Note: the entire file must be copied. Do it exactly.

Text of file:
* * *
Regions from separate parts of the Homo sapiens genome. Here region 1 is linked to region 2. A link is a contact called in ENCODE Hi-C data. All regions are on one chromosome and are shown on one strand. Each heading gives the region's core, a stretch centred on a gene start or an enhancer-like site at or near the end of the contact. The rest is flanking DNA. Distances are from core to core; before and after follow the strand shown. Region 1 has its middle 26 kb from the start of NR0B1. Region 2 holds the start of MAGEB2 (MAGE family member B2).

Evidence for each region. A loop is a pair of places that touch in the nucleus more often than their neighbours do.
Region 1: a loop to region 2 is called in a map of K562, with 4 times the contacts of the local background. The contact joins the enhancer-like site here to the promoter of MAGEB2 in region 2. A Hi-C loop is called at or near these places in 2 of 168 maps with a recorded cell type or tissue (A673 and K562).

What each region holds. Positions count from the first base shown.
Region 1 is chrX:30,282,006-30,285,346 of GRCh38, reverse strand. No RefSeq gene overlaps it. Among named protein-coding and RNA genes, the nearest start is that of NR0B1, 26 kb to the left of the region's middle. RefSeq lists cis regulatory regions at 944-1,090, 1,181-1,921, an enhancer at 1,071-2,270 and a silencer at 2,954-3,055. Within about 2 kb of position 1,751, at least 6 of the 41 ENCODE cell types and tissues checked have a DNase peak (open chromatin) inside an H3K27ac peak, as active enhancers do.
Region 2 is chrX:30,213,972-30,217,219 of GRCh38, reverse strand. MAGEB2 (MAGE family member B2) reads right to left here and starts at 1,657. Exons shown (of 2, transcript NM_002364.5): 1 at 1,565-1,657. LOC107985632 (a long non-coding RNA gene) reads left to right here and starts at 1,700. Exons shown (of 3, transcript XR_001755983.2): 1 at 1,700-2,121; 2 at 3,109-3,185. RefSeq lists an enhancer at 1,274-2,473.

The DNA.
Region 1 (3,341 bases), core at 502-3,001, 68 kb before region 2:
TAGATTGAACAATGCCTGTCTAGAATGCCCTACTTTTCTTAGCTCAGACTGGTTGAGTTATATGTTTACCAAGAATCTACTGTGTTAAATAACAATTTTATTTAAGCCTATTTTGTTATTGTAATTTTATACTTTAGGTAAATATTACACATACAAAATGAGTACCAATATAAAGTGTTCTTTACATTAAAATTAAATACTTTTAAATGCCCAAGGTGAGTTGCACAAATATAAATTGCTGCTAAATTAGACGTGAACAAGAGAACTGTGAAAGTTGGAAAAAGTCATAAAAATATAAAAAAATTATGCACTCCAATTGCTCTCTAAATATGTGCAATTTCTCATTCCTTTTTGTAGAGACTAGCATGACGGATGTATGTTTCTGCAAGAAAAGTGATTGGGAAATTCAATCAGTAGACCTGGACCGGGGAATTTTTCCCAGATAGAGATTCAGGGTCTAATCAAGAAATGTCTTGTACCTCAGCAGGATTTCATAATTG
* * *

Regions from separate parts of the Homo sapiens genome. Here region 1 is linked to region 2. A link is a contact called in ENCODE Hi-C data. All regions are on one chromosome and are shown on one strand. Each heading gives the region's core, a stretch centred on a gene start or an enhancer-like site at or near the end of the contact. The rest is flanking DNA. Distances are from core to core; before and after follow the strand shown. Region 1 has its middle 26 kb from the start of NR0B1. Region 2 holds the start of MAGEB2 (MAGE family member B2).

Evidence for each region. A loop is a pair of places that touch in the nucleus more often than their neighbours do.
Region 1: a loop to region 2 is called in a map of K562, with 4 times the contacts of the local background. The contact joins the enhancer-like site here to the promoter of MAGEB2 in region 2. A Hi-C loop is called at or near these places in 2 of 168 maps with a recorded cell type or tissue (A673 and K562).

What each region holds. Positions count from the first base shown.
Region 1 is chrX:30,282,006-30,285,346 of GRCh38, reverse strand. No RefSeq gene overlaps it. Among named protein-coding and RNA genes, the nearest start is that of NR0B1, 26 kb to the left of the region's middle. RefSeq lists cis regulatory regions at 944-1,090, 1,181-1,921, an enhancer at 1,071-2,270 and a silencer at 2,954-3,055. Within about 2 kb of position 1,751, at least 6 of the 41 ENCODE cell types and tissues checked have a DNase peak (open chromatin) inside an H3K27ac peak, as active enhancers do.
Region 2 is chrX:30,213,972-30,217,219 of GRCh38, reverse strand. MAGEB2 (MAGE family member B2) reads right to left here and starts at 1,657. Exons shown (of 2, transcript NM_002364.5): 1 at 1,565-1,657. LOC107985632 (a long non-coding RNA gene) reads left to right here and starts at 1,700. Exons shown (of 3, transcript XR_001755983.2): 1 at 1,700-2,121; 2 at 3,109-3,185. RefSeq lists an enhancer at 1,274-2,473.

The DNA.
Region 1 (3,341 bases), core at 502-3,001, 68 kb before region 2:
TAGATTGAACAATGCCTGTCTAGAATGCCCTACTTTTCTTAGCTCAGACTGGTTGAGTTATATGTTTACCAAGAATCTACTGTGTTAAATAACAATTTTATTTAAGCCTATTTTGTTATTGTAATTTTATACTTTAGGTAAATATTACACATACAAAATGAGTACCAATATAAAGTGTTCTTTACATTAAAATTAAATACTTTTAAATGCCCAAGGTGAGTTGCACAAATATAAATTGCTGCTAAATTAGACGTGAACAAGAGAACTGTGAAAGTTGGAAAAAGTCATAAAAATATAAAAAAATTATGCACTCCAATTGCTCTCTAAATATGTGCAATTTCTCATTCCTTTTTGTAGAGACTAGCATGACGGATGTATGTTTCTGCAAGAAAAGTGATTGGGAAATTCAATCAGTAGACCTGGACCGGGGAATTTTTCCCAGATAGAGATTCAGGGTCTAATCAAGAAATGTCTTGTACCTCAGCAGGATTTCATAATTG